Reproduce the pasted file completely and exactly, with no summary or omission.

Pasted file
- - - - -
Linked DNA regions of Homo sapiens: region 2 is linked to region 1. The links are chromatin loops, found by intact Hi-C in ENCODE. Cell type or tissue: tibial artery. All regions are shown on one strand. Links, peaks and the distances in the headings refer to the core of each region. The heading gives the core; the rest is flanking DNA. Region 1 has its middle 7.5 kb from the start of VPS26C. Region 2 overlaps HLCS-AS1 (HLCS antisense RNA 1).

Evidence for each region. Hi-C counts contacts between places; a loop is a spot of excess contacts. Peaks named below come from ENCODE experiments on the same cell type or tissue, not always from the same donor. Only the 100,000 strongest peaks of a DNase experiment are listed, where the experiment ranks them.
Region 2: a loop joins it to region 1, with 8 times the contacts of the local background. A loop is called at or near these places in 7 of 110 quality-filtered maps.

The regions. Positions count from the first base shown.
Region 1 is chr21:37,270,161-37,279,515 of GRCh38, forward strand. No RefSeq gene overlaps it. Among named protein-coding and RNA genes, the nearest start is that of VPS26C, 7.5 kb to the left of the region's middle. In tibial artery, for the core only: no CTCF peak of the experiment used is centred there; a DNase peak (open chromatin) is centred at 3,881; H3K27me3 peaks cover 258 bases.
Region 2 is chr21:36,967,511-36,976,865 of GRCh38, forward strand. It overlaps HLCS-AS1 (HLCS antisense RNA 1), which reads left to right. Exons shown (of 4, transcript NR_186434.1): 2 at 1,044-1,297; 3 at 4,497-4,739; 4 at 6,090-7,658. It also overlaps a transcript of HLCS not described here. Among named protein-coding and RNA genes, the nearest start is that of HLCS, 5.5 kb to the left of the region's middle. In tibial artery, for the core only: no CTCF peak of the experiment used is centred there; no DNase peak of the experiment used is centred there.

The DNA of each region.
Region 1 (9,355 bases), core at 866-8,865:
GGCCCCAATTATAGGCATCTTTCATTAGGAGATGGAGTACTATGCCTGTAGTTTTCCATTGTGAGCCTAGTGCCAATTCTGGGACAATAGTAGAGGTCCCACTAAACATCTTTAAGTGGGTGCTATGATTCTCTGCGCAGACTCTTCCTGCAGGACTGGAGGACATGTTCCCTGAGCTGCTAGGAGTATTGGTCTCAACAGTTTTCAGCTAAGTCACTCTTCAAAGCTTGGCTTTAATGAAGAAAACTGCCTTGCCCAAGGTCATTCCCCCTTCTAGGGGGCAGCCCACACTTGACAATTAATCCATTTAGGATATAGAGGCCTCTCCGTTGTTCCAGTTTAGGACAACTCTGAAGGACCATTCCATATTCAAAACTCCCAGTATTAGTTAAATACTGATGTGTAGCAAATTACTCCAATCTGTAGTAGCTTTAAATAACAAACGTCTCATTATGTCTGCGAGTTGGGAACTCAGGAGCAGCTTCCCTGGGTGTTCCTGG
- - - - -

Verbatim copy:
Linked DNA regions of Homo sapiens: region 2 is linked to region 1. The links are chromatin loops, found by intact Hi-C in ENCODE. Cell type or tissue: tibial artery. All regions are shown on one strand. Links, peaks and the distances in the headings refer to the core of each region. The heading gives the core; the rest is flanking DNA. Region 1 has its middle 7.5 kb from the start of VPS26C. Region 2 overlaps HLCS-AS1 (HLCS antisense RNA 1).

Evidence for each region. Hi-C counts contacts between places; a loop is a spot of excess contacts. Peaks named below come from ENCODE experiments on the same cell type or tissue, not always from the same donor. Only the 100,000 strongest peaks of a DNase experiment are listed, where the experiment ranks them.
Region 2: a loop joins it to region 1, with 8 times the contacts of the local background. A loop is called at or near these places in 7 of 110 quality-filtered maps.

The regions. Positions count from the first base shown.
Region 1 is chr21:37,270,161-37,279,515 of GRCh38, forward strand. No RefSeq gene overlaps it. Among named protein-coding and RNA genes, the nearest start is that of VPS26C, 7.5 kb to the left of the region's middle. In tibial artery, for the core only: no CTCF peak of the experiment used is centred there; a DNase peak (open chromatin) is centred at 3,881; H3K27me3 peaks cover 258 bases.
Region 2 is chr21:36,967,511-36,976,865 of GRCh38, forward strand. It overlaps HLCS-AS1 (HLCS antisense RNA 1), which reads left to right. Exons shown (of 4, transcript NR_186434.1): 2 at 1,044-1,297; 3 at 4,497-4,739; 4 at 6,090-7,658. It also overlaps a transcript of HLCS not described here. Among named protein-coding and RNA genes, the nearest start is that of HLCS, 5.5 kb to the left of the region's middle. In tibial artery, for the core only: no CTCF peak of the experiment used is centred there; no DNase peak of the experiment used is centred there.

The DNA of each region.
Region 1 (9,355 bases), core at 866-8,865:
GGCCCCAATTATAGGCATCTTTCATTAGGAGATGGAGTACTATGCCTGTAGTTTTCCATTGTGAGCCTAGTGCCAATTCTGGGACAATAGTAGAGGTCCCACTAAACATCTTTAAGTGGGTGCTATGATTCTCTGCGCAGACTCTTCCTGCAGGACTGGAGGACATGTTCCCTGAGCTGCTAGGAGTATTGGTCTCAACAGTTTTCAGCTAAGTCACTCTTCAAAGCTTGGCTTTAATGAAGAAAACTGCCTTGCCCAAGGTCATTCCCCCTTCTAGGGGGCAGCCCACACTTGACAATTAATCCATTTAGGATATAGAGGCCTCTCCGTTGTTCCAGTTTAGGACAACTCTGAAGGACCATTCCATATTCAAAACTCCCAGTATTAGTTAAATACTGATGTGTAGCAAATTACTCCAATCTGTAGTAGCTTTAAATAACAAACGTCTCATTATGTCTGCGAGTTGGGAACTCAGGAGCAGCTTCCCTGGGTGTTCCTGG